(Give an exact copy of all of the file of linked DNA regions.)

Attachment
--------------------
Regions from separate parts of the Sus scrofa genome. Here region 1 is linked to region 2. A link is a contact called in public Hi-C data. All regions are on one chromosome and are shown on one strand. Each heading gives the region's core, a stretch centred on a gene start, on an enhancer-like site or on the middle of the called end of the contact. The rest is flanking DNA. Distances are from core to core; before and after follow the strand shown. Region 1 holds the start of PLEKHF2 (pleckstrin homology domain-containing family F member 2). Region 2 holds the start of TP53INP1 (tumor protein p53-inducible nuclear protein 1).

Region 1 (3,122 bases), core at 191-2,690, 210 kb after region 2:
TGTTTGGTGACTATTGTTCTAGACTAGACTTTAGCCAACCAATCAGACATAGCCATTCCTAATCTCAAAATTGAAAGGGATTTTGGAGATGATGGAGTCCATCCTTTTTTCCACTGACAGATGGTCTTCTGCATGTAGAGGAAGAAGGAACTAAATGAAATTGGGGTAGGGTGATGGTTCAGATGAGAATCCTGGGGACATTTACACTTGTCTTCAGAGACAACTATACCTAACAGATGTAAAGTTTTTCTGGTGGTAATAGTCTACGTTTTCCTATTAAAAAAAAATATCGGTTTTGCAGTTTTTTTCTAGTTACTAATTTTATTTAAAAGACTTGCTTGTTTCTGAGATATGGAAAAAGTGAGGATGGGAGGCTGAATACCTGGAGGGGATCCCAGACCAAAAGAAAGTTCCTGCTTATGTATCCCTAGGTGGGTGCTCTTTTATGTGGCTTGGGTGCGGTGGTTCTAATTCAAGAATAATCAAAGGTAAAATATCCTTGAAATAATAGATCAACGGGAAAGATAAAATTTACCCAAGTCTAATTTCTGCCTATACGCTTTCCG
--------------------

Regions from separate parts of the Sus scrofa genome. Here region 1 is linked to region 2. A link is a contact called in public Hi-C data. All regions are on one chromosome and are shown on one strand. Each heading gives the region's core, a stretch centred on a gene start, on an enhancer-like site or on the middle of the called end of the contact. The rest is flanking DNA. Distances are from core to core; before and after follow the strand shown. Region 1 holds the start of PLEKHF2 (pleckstrin homology domain-containing family F member 2). Region 2 holds the start of TP53INP1 (tumor protein p53-inducible nuclear protein 1).

Region 1 (3,122 bases), core at 191-2,690, 210 kb after region 2:
TGTTTGGTGACTATTGTTCTAGACTAGACTTTAGCCAACCAATCAGACATAGCCATTCCTAATCTCAAAATTGAAAGGGATTTTGGAGATGATGGAGTCCATCCTTTTTTCCACTGACAGATGGTCTTCTGCATGTAGAGGAAGAAGGAACTAAATGAAATTGGGGTAGGGTGATGGTTCAGATGAGAATCCTGGGGACATTTACACTTGTCTTCAGAGACAACTATACCTAACAGATGTAAAGTTTTTCTGGTGGTAATAGTCTACGTTTTCCTATTAAAAAAAAATATCGGTTTTGCAGTTTTTTTCTAGTTACTAATTTTATTTAAAAGACTTGCTTGTTTCTGAGATATGGAAAAAGTGAGGATGGGAGGCTGAATACCTGGAGGGGATCCCAGACCAAAAGAAAGTTCCTGCTTATGTATCCCTAGGTGGGTGCTCTTTTATGTGGCTTGGGTGCGGTGGTTCTAATTCAAGAATAATCAAAGGTAAAATATCCTTGAAATAATAGATCAACGGGAAAGATAAAATTTACCCAAGTCTAATTTCTGCCTATACGCTTTCCG